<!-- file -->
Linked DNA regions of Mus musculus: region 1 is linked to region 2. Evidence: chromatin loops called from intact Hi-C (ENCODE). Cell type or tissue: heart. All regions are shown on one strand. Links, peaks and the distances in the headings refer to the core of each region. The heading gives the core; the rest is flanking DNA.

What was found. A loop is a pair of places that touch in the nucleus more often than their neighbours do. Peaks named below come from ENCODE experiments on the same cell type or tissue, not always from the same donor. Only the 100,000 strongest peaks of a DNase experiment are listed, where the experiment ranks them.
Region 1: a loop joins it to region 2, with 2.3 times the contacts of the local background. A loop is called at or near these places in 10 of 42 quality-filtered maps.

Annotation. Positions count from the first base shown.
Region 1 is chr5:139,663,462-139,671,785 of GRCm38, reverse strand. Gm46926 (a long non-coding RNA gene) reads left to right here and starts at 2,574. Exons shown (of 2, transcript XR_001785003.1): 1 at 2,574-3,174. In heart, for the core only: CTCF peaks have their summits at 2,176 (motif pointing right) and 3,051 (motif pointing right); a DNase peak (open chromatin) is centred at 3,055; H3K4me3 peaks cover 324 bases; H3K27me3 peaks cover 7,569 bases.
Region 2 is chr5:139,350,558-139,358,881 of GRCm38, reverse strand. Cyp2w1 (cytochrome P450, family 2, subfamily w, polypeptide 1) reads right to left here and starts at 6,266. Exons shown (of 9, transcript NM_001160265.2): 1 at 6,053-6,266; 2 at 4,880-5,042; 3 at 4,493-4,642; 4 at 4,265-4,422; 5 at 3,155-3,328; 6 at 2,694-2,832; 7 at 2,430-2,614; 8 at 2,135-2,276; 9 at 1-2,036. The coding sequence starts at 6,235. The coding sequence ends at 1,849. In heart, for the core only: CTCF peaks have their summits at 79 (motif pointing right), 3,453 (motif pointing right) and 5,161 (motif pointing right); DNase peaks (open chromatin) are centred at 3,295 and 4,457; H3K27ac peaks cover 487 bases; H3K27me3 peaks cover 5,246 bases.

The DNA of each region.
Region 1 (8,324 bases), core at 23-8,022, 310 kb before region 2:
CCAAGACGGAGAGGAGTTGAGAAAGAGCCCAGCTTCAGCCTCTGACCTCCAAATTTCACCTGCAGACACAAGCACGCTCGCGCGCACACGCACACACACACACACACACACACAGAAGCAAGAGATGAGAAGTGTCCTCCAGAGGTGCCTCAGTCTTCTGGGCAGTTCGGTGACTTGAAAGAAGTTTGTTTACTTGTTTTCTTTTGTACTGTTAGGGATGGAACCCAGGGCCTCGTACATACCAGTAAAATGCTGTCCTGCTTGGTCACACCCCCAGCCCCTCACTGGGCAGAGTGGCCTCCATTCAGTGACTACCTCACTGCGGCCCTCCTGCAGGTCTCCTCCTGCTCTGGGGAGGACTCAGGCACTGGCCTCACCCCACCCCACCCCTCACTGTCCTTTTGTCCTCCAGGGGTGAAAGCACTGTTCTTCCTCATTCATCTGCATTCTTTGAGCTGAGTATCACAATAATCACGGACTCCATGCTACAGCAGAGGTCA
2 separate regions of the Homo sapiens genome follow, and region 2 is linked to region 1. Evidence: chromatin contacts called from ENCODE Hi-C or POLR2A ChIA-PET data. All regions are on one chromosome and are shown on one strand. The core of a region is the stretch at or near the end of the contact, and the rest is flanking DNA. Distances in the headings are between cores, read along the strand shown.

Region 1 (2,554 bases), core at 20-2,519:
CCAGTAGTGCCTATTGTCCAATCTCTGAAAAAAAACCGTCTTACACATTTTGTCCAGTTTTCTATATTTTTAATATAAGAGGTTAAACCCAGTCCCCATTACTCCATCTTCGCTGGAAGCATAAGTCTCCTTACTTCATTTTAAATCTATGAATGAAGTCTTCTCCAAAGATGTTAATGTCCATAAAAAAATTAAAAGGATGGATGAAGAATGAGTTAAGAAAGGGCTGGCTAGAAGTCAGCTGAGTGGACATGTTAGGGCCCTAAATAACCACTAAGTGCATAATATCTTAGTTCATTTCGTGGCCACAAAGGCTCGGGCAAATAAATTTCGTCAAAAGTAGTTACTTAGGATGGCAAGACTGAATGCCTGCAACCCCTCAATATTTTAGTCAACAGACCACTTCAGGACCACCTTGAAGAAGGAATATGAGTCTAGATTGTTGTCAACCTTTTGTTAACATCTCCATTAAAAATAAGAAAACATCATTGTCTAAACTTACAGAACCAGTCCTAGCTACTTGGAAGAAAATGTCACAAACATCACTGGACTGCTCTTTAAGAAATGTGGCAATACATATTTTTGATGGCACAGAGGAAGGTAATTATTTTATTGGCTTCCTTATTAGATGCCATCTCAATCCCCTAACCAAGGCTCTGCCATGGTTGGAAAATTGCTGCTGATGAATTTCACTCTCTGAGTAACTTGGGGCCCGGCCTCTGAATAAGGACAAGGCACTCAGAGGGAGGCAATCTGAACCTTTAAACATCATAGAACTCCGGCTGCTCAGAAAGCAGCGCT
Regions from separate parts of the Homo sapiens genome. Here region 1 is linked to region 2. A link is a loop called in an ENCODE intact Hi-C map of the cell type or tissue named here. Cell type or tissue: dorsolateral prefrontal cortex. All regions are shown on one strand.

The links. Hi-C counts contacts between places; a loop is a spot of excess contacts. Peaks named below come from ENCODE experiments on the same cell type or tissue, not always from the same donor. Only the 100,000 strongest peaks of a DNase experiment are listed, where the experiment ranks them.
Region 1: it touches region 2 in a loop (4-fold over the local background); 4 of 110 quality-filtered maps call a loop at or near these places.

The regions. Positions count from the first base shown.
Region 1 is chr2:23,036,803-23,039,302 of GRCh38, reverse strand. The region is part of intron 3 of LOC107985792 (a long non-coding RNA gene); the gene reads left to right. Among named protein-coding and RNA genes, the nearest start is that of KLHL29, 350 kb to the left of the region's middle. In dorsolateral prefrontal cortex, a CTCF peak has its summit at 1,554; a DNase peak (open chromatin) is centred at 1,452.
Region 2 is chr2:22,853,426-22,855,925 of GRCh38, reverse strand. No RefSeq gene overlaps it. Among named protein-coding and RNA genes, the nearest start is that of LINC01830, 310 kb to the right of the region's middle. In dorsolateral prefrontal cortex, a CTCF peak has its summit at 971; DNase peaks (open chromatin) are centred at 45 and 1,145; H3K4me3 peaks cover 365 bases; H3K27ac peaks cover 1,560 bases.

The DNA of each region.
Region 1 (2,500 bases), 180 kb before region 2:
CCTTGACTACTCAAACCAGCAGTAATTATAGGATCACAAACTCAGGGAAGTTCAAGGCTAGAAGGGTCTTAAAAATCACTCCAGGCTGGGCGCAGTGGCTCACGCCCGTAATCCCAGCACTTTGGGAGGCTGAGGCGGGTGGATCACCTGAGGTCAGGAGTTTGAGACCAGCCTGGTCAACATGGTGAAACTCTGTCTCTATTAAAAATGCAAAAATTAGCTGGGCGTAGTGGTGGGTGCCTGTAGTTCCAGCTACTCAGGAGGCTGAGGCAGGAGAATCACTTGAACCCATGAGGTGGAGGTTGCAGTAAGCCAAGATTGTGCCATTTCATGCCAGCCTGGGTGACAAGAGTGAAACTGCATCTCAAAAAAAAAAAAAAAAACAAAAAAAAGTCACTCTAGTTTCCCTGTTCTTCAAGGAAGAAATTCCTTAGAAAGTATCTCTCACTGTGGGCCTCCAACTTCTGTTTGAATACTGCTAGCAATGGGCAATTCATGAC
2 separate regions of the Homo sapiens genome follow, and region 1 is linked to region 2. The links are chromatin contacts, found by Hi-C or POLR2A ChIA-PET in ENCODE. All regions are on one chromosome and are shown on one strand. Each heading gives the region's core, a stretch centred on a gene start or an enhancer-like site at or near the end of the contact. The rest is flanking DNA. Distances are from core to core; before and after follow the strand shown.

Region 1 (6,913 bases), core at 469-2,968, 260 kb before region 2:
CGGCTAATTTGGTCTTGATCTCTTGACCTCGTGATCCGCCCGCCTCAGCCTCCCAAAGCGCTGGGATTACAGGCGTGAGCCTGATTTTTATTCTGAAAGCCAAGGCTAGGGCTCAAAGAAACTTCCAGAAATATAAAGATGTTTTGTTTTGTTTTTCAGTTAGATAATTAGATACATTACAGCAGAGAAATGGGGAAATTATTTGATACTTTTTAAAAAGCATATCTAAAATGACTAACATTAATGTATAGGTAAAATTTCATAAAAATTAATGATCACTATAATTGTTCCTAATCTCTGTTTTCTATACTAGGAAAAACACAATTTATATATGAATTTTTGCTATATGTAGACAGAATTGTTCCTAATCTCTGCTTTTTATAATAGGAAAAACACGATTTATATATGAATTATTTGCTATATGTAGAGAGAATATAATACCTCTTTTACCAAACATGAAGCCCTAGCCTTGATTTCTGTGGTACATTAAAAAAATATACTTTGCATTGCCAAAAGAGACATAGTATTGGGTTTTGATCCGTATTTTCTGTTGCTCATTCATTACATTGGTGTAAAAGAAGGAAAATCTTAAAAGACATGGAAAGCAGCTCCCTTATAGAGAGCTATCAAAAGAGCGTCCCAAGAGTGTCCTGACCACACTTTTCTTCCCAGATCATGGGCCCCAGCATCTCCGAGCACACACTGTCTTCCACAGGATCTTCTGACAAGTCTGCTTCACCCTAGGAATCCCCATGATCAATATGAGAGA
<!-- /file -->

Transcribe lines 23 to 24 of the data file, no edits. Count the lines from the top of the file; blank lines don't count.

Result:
Region 1 (6,913 bases), core at 469-2,968, 260 kb before region 2:
CGGCTAATTTGGTCTTGATCTCTTGACCTCGTGATCCGCCCGCCTCAGCCTCCCAAAGCGCTGGGATTACAGGCGTGAGCCTGATTTTTATTCTGAAAGCCAAGGCTAGGGCTCAAAGAAACTTCCAGAAATATAAAGATGTTTTGTTTTGTTTTTCAGTTAGATAATTAGATACATTACAGCAGAGAAATGGGGAAATTATTTGATACTTTTTAAAAAGCATATCTAAAATGACTAACATTAATGTATAGGTAAAATTTCATAAAAATTAATGATCACTATAATTGTTCCTAATCTCTGTTTTCTATACTAGGAAAAACACAATTTATATATGAATTTTTGCTATATGTAGACAGAATTGTTCCTAATCTCTGCTTTTTATAATAGGAAAAACACGATTTATATATGAATTATTTGCTATATGTAGAGAGAATATAATACCTCTTTTACCAAACATGAAGCCCTAGCCTTGATTTCTGTGGTACATTAAAAAAATATACTTTGCATTGCCAAAAGAGACATAGTATTGGGTTTTGATCCGTATTTTCTGTTGCTCATTCATTACATTGGTGTAAAAGAAGGAAAATCTTAAAAGACATGGAAAGCAGCTCCCTTATAGAGAGCTATCAAAAGAGCGTCCCAAGAGTGTCCTGACCACACTTTTCTTCCCAGATCATGGGCCCCAGCATCTCCGAGCACACACTGTCTTCCACAGGATCTTCTGACAAGTCTGCTTCACCCTAGGAATCCCCATGATCAATATGAGAGA